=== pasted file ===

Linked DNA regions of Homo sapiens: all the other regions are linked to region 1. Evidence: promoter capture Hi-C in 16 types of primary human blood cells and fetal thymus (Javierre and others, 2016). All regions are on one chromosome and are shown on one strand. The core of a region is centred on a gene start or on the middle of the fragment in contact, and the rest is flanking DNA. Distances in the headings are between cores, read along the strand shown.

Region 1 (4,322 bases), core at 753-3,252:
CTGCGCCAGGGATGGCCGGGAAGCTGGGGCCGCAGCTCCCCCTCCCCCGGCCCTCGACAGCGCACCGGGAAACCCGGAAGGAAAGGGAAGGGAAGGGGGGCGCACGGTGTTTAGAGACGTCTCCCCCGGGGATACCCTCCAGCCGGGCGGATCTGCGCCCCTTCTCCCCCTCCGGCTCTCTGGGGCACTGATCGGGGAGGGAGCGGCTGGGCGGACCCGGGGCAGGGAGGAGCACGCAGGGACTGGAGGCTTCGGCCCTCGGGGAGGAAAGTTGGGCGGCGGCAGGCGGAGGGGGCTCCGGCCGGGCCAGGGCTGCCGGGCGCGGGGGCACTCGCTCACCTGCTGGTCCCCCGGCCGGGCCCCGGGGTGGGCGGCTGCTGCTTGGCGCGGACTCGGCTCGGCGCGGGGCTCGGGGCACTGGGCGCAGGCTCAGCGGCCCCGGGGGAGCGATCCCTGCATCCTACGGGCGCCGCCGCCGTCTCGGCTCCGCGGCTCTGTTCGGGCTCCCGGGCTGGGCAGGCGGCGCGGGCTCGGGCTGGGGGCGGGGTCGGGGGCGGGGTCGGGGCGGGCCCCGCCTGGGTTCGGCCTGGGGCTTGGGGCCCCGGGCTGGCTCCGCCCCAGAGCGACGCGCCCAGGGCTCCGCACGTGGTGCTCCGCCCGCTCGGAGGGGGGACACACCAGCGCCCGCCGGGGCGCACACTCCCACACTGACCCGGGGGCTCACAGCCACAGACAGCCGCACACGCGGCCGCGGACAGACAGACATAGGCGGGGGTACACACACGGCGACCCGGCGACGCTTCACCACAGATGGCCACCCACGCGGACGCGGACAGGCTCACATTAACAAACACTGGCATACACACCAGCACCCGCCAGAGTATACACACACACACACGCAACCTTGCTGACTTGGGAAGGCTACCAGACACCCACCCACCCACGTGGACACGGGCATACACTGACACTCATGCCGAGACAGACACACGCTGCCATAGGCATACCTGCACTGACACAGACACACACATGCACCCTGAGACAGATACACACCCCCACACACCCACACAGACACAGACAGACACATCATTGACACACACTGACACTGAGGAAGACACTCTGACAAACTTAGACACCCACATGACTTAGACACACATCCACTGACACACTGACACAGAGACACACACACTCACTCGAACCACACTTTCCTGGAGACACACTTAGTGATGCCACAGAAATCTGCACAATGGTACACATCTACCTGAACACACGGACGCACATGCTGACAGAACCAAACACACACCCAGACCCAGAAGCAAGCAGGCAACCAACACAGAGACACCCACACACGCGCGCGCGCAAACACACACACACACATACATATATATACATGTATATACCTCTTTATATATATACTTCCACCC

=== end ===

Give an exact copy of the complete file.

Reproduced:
Linked DNA regions of Homo sapiens: all the other regions are linked to region 1. Evidence: promoter capture Hi-C in 16 types of primary human blood cells and fetal thymus (Javierre and others, 2016). All regions are on one chromosome and are shown on one strand. The core of a region is centred on a gene start or on the middle of the fragment in contact, and the rest is flanking DNA. Distances in the headings are between cores, read along the strand shown.

Region 1 (4,322 bases), core at 753-3,252:
CTGCGCCAGGGATGGCCGGGAAGCTGGGGCCGCAGCTCCCCCTCCCCCGGCCCTCGACAGCGCACCGGGAAACCCGGAAGGAAAGGGAAGGGAAGGGGGGCGCACGGTGTTTAGAGACGTCTCCCCCGGGGATACCCTCCAGCCGGGCGGATCTGCGCCCCTTCTCCCCCTCCGGCTCTCTGGGGCACTGATCGGGGAGGGAGCGGCTGGGCGGACCCGGGGCAGGGAGGAGCACGCAGGGACTGGAGGCTTCGGCCCTCGGGGAGGAAAGTTGGGCGGCGGCAGGCGGAGGGGGCTCCGGCCGGGCCAGGGCTGCCGGGCGCGGGGGCACTCGCTCACCTGCTGGTCCCCCGGCCGGGCCCCGGGGTGGGCGGCTGCTGCTTGGCGCGGACTCGGCTCGGCGCGGGGCTCGGGGCACTGGGCGCAGGCTCAGCGGCCCCGGGGGAGCGATCCCTGCATCCTACGGGCGCCGCCGCCGTCTCGGCTCCGCGGCTCTGTTCGGGCTCCCGGGCTGGGCAGGCGGCGCGGGCTCGGGCTGGGGGCGGGGTCGGGGGCGGGGTCGGGGCGGGCCCCGCCTGGGTTCGGCCTGGGGCTTGGGGCCCCGGGCTGGCTCCGCCCCAGAGCGACGCGCCCAGGGCTCCGCACGTGGTGCTCCGCCCGCTCGGAGGGGGGACACACCAGCGCCCGCCGGGGCGCACACTCCCACACTGACCCGGGGGCTCACAGCCACAGACAGCCGCACACGCGGCCGCGGACAGACAGACATAGGCGGGGGTACACACACGGCGACCCGGCGACGCTTCACCACAGATGGCCACCCACGCGGACGCGGACAGGCTCACATTAACAAACACTGGCATACACACCAGCACCCGCCAGAGTATACACACACACACACGCAACCTTGCTGACTTGGGAAGGCTACCAGACACCCACCCACCCACGTGGACACGGGCATACACTGACACTCATGCCGAGACAGACACACGCTGCCATAGGCATACCTGCACTGACACAGACACACACATGCACCCTGAGACAGATACACACCCCCACACACCCACACAGACACAGACAGACACATCATTGACACACACTGACACTGAGGAAGACACTCTGACAAACTTAGACACCCACATGACTTAGACACACATCCACTGACACACTGACACAGAGACACACACACTCACTCGAACCACACTTTCCTGGAGACACACTTAGTGATGCCACAGAAATCTGCACAATGGTACACATCTACCTGAACACACGGACGCACATGCTGACAGAACCAAACACACACCCAGACCCAGAAGCAAGCAGGCAACCAACACAGAGACACCCACACACGCGCGCGCGCAAACACACACACACACATACATATATATACATGTATATACCTCTTTATATATATACTTCCACCC